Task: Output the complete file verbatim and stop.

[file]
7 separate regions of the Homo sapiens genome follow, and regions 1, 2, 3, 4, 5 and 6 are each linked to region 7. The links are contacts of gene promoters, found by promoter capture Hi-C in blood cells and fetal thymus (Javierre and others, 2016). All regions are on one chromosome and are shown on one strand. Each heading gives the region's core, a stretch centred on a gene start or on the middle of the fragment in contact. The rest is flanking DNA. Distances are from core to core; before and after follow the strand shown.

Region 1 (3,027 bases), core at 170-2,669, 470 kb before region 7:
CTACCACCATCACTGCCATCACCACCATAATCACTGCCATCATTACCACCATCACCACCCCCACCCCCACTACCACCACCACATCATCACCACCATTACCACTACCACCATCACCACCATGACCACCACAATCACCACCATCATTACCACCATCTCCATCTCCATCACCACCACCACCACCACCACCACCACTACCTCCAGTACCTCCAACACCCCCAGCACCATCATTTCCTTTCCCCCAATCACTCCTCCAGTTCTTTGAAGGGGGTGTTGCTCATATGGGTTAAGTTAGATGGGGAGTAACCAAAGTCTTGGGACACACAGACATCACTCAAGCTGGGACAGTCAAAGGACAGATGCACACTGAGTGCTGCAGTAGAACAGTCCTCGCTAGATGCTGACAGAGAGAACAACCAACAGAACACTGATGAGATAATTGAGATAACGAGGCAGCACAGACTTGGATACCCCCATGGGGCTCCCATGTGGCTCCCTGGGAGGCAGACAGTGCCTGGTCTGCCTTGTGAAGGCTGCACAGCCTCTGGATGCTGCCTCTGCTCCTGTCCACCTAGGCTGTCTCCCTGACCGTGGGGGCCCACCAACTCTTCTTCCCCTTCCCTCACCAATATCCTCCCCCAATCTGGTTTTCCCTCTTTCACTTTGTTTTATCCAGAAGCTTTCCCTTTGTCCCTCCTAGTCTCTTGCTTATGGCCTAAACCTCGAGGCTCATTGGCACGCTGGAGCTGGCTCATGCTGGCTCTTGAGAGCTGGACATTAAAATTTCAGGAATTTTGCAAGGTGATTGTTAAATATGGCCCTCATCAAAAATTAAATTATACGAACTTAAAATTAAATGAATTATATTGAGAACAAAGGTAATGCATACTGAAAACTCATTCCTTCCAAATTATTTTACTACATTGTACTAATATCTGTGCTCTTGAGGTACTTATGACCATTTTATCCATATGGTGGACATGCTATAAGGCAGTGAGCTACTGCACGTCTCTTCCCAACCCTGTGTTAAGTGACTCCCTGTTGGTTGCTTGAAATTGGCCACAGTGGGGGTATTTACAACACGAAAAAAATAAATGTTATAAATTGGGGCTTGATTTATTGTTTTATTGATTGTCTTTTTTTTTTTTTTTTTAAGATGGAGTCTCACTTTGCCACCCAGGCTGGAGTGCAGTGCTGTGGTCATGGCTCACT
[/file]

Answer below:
7 separate regions of the Homo sapiens genome follow, and regions 1, 2, 3, 4, 5 and 6 are each linked to region 7. The links are contacts of gene promoters, found by promoter capture Hi-C in blood cells and fetal thymus (Javierre and others, 2016). All regions are on one chromosome and are shown on one strand. Each heading gives the region's core, a stretch centred on a gene start or on the middle of the fragment in contact. The rest is flanking DNA. Distances are from core to core; before and after follow the strand shown.

Region 1 (3,027 bases), core at 170-2,669, 470 kb before region 7:
CTACCACCATCACTGCCATCACCACCATAATCACTGCCATCATTACCACCATCACCACCCCCACCCCCACTACCACCACCACATCATCACCACCATTACCACTACCACCATCACCACCATGACCACCACAATCACCACCATCATTACCACCATCTCCATCTCCATCACCACCACCACCACCACCACCACCACTACCTCCAGTACCTCCAACACCCCCAGCACCATCATTTCCTTTCCCCCAATCACTCCTCCAGTTCTTTGAAGGGGGTGTTGCTCATATGGGTTAAGTTAGATGGGGAGTAACCAAAGTCTTGGGACACACAGACATCACTCAAGCTGGGACAGTCAAAGGACAGATGCACACTGAGTGCTGCAGTAGAACAGTCCTCGCTAGATGCTGACAGAGAGAACAACCAACAGAACACTGATGAGATAATTGAGATAACGAGGCAGCACAGACTTGGATACCCCCATGGGGCTCCCATGTGGCTCCCTGGGAGGCAGACAGTGCCTGGTCTGCCTTGTGAAGGCTGCACAGCCTCTGGATGCTGCCTCTGCTCCTGTCCACCTAGGCTGTCTCCCTGACCGTGGGGGCCCACCAACTCTTCTTCCCCTTCCCTCACCAATATCCTCCCCCAATCTGGTTTTCCCTCTTTCACTTTGTTTTATCCAGAAGCTTTCCCTTTGTCCCTCCTAGTCTCTTGCTTATGGCCTAAACCTCGAGGCTCATTGGCACGCTGGAGCTGGCTCATGCTGGCTCTTGAGAGCTGGACATTAAAATTTCAGGAATTTTGCAAGGTGATTGTTAAATATGGCCCTCATCAAAAATTAAATTATACGAACTTAAAATTAAATGAATTATATTGAGAACAAAGGTAATGCATACTGAAAACTCATTCCTTCCAAATTATTTTACTACATTGTACTAATATCTGTGCTCTTGAGGTACTTATGACCATTTTATCCATATGGTGGACATGCTATAAGGCAGTGAGCTACTGCACGTCTCTTCCCAACCCTGTGTTAAGTGACTCCCTGTTGGTTGCTTGAAATTGGCCACAGTGGGGGTATTTACAACACGAAAAAAATAAATGTTATAAATTGGGGCTTGATTTATTGTTTTATTGATTGTCTTTTTTTTTTTTTTTTTAAGATGGAGTCTCACTTTGCCACCCAGGCTGGAGTGCAGTGCTGTGGTCATGGCTCACT